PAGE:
Over half of antibiotic courses in a new study exceeded guideline-recommended minimum effective durations, translating to >54 million potentially excessive days.
Researchers from the US Centers for Disease Control and Prevention and the Division of Pediatric Infectious Diseases at the University of Utah, “found that clinicians frequently defaulted to 10-day durations even when guidelines recommend shorter durations, potentially exposing patients to unnecessarily long antibiotic therapy durations for many common conditions.”
Although unnecessary outpatient antibiotic prescribing is quite common, researchers wanted to examine the durations of antibiotic prescriptions for common bacterial infections leading to outpatient prescriptions.
Researchers identified >28 million antibiotic prescriptions associated with streptococcal pharyngitis, sinusitis, acute otitis media, community-acquired pneumonia (CAP), skin and soft tissues infection, and acute cystitis using the 2017 dataset from the National Disease and Therapeutic Index (NDTI).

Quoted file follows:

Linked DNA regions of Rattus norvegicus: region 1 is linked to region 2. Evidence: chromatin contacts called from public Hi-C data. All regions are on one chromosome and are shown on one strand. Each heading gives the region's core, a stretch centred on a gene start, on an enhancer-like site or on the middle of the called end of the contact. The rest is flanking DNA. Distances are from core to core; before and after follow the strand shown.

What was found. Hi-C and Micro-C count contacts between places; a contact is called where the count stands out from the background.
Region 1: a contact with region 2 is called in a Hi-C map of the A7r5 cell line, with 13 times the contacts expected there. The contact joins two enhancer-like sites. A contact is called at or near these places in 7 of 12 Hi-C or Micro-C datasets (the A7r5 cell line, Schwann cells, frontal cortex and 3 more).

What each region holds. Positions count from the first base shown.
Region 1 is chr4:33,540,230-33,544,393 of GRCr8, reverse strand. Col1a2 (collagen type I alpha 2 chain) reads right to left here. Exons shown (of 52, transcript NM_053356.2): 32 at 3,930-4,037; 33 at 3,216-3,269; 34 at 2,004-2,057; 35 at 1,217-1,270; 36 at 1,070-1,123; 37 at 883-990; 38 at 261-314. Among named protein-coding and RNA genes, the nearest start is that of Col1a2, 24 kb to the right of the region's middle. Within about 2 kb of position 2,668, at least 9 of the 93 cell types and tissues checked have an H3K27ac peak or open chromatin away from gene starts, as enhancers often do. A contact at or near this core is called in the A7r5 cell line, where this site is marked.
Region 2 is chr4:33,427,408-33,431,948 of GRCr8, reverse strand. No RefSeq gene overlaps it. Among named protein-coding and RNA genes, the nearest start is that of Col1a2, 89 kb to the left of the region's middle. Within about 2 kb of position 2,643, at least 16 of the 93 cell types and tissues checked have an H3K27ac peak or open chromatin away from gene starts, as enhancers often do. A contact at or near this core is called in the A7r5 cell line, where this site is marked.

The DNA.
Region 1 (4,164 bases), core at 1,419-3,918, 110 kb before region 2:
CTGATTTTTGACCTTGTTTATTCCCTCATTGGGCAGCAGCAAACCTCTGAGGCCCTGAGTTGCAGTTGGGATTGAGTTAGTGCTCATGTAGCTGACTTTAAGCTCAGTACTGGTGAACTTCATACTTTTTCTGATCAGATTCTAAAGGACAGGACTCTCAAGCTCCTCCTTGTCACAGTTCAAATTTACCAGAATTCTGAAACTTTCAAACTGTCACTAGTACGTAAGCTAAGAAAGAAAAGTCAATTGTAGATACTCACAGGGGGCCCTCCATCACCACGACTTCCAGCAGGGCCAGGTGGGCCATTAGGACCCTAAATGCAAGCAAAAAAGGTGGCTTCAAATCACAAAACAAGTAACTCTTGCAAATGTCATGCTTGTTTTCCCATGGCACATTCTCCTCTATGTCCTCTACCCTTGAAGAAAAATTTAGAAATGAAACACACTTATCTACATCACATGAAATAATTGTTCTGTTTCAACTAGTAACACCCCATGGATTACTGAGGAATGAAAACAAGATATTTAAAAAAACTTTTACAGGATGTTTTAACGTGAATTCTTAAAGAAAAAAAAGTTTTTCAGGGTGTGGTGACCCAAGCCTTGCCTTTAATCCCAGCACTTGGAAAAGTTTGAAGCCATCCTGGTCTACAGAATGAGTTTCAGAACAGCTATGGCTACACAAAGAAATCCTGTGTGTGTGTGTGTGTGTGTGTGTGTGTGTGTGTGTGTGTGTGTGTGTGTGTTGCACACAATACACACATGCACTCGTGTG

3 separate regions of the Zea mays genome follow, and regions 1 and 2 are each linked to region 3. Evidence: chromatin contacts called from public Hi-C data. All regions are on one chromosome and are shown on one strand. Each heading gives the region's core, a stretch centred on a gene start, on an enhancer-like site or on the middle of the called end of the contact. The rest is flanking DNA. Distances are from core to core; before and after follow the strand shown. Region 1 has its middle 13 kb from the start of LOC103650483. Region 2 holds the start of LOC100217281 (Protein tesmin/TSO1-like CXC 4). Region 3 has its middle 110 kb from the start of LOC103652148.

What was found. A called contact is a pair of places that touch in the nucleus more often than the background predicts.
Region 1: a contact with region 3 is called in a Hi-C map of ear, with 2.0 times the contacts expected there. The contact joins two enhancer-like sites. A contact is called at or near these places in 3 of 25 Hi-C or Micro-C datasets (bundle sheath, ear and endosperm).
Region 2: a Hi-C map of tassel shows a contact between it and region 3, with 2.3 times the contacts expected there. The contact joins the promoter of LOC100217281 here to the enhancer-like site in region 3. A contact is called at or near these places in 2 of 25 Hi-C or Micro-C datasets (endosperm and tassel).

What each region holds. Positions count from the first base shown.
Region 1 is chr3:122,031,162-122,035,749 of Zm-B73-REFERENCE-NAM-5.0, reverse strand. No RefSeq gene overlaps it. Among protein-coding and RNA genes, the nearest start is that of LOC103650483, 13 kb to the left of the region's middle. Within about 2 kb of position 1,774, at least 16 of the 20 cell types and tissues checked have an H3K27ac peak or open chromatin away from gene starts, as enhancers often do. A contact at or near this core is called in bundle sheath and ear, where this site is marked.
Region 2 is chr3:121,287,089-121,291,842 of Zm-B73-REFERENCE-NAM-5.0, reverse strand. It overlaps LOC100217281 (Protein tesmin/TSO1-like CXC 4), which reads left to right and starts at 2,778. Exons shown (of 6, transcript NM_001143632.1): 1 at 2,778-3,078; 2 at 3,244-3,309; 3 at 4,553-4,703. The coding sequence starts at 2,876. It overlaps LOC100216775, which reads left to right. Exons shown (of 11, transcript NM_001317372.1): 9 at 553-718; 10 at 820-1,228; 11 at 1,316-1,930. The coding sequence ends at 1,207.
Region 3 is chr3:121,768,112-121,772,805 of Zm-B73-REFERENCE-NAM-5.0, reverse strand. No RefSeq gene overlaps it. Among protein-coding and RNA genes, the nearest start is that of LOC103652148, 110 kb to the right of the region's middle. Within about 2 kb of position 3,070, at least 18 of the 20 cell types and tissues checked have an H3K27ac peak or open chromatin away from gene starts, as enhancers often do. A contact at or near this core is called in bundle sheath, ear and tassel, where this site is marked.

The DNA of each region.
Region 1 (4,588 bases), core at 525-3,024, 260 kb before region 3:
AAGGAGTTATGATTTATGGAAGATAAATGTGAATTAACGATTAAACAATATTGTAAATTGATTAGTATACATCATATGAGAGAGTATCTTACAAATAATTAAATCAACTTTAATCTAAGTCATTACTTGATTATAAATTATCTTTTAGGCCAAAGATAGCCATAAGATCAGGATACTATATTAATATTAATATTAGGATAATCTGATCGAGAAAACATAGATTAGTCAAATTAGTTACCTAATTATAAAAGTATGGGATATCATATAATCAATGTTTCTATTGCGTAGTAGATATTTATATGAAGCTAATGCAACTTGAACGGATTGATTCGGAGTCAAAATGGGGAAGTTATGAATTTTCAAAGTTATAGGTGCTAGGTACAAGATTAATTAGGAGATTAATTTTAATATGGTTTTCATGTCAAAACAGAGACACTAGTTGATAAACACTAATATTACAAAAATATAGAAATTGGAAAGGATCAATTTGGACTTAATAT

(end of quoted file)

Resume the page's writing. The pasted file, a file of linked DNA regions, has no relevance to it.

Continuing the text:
The NDTI is a 2-stage stratified cluster sample of US private-practice and office-based physicians. It should be noted that prescriptions for azithromycin were excluded because of its substantially different duration recommendations vs other antibiotics.
The researchers found that the median antibiotic duration for each condition was 10 days, except for acute cystitis, which was 7 days (interquartile range [IQR], 5-7 days). Overall, 55% (95% confidence interval [CI], 53%-58%) of antibiotic courses exceeded guideline-recommended minimum effective durations, translating to up to 54 496 316 potentially excessive days of therapy.
Among adults (aged ≥18 years), 74% (95% CI, 71%-77%) of antibiotic courses exceeded minimum guideline-recommended durations vs 36% (95% CI, 33%-39%) in children (aged <18 years).
“Compliance with recommended duration of antibiotic therapy could be improved for sinusitis and CAP in adults, cellulitis in all ages, and acute cystitis in women 12-64 years,” concluded authors. “Increased focus on appropriate duration of antibiotic therapy for these common conditions could reduce unnecessary outpatient antibiotic use.”